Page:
Science Advocacy


Photo: Rich Hayes/UCS

Sneak Peek: Five Ways to Become a Science Advocate in 2020

Valorie Aquino, March for Science; Jorge Ramos, Stanford University; Melissa Varga, Union of Concerned Scientists, , UCS

2020 is here, and it’s a big deal. With a presidential election, the escalating climate crisis, and social inequality exacerbating public health inequities, the pressure is on for all of us to raise our voices and show how science can help us solve some of our most pressing problems Read more >

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In May 2017, Ben marches with fellow Graduate Students at the University of Chicago for union recognition. Photo: Claudio Gonzáles

Our Next Generation of Scientists, Exploited

Dr. Ben Zalisko, , UCS

Our federal labor laws have a loophole: If you can get away with characterizing your employees as “students”, you don’t have to respect their right to unionize. Research institutions have been doing this to prevent graduate student workers, who are paid to teach and perform research for their institution, from forming an effective labor union. It’s a neat trick; could a “Walmart University” be on the horizon? Read more >

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From Scientist to Activist

Heather Price, , UCS

No one wants to sacrifice time and energy or become a political prisoner. Yet sacrifice of time and freedom by the great activists (MLK Jr, the suffragettes, Rosa Parks, etc…) was required to effect change. And they did not act alone. Thousands marched and sacrificed with them. You can too. Join a climate action near you on Sept 20, 2019: the Global Climate Strike. Everyone is needed. Read more >

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Women Scientists Form a Policy Advocacy Network in the Mid-Atlantic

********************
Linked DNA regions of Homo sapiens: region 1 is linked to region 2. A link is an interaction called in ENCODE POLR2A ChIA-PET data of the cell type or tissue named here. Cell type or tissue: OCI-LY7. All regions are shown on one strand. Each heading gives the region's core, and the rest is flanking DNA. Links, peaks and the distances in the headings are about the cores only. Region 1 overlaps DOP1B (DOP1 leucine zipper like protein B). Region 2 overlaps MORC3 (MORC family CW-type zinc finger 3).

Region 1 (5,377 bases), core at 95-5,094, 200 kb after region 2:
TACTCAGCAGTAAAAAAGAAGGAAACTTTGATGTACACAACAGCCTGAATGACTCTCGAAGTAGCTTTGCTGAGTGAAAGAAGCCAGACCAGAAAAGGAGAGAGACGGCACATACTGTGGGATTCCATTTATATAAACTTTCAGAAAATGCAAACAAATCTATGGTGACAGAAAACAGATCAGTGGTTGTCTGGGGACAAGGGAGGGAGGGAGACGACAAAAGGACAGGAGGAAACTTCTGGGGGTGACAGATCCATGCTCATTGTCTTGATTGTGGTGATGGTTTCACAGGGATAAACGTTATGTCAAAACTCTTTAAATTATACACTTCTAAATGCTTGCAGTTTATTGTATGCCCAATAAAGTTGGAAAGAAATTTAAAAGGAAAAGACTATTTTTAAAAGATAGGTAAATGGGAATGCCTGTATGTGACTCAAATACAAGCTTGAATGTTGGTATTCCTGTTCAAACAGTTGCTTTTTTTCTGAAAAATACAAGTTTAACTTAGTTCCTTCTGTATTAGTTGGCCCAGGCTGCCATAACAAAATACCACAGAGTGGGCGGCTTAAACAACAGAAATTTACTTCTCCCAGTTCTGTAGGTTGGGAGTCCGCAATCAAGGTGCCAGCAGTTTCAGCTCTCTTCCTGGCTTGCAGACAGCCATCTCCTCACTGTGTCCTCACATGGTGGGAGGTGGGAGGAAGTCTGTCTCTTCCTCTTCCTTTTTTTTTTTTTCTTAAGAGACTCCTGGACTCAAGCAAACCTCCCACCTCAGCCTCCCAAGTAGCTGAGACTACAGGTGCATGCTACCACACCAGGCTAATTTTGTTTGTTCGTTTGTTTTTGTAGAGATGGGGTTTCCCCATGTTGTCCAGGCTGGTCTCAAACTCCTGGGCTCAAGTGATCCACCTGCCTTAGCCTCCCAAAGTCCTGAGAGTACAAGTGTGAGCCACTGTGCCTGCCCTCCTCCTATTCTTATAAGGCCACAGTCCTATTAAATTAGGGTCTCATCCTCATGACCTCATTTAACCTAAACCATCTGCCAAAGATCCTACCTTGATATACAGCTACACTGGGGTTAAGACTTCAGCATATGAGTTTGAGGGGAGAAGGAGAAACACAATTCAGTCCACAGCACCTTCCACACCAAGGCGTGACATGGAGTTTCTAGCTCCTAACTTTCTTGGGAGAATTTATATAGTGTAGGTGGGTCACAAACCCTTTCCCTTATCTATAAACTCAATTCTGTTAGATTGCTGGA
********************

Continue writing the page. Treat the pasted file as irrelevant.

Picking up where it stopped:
JoEllen McBride, PhD; Kristen Gulino, Ph.D. candidate; Jewel Tomasula, PhD candidate, , UCS

Many societal challenges are rooted in structural inefficiencies and inequities that require government solutions informed by science. Women experience burden and harm from inaction in distinct ways, but our voices are underrepresented in both the advocacy and policy processes. We believe women scientists have untapped potential to leverage their expertise and perspective and to connect with their elected officials to lead discussions about policies that impact their communities. Read more >

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Under Our Noses: PFAS Contamination in Southern Colorado

Rev. Ryan K. Nelson, , UCS

I was born an only child in Colorado Springs, Colorado in 1979. My father, who is a retired military officer, moved us from coast-to-coast and across the country until we finally returned home in 1989. By the time I was 20, I had traveled and seen parts of the Western world that continue to enrich my life. However, Colorado has always held me safe, secure, and nestled in the Rocky Mountains as I continued to mature into adulthood. The quiet solitude the outdoors here provided me just as much ecological insight as scuba diving in the Grand Caymans or walking along the coasts of Hawaii. Now I’ve seen the delicate balance of nature in Colorado disrupted by devastating wildfires and operations from fracking plus other continued operations of big oil and gas.   Read more >

Photo: FEMA
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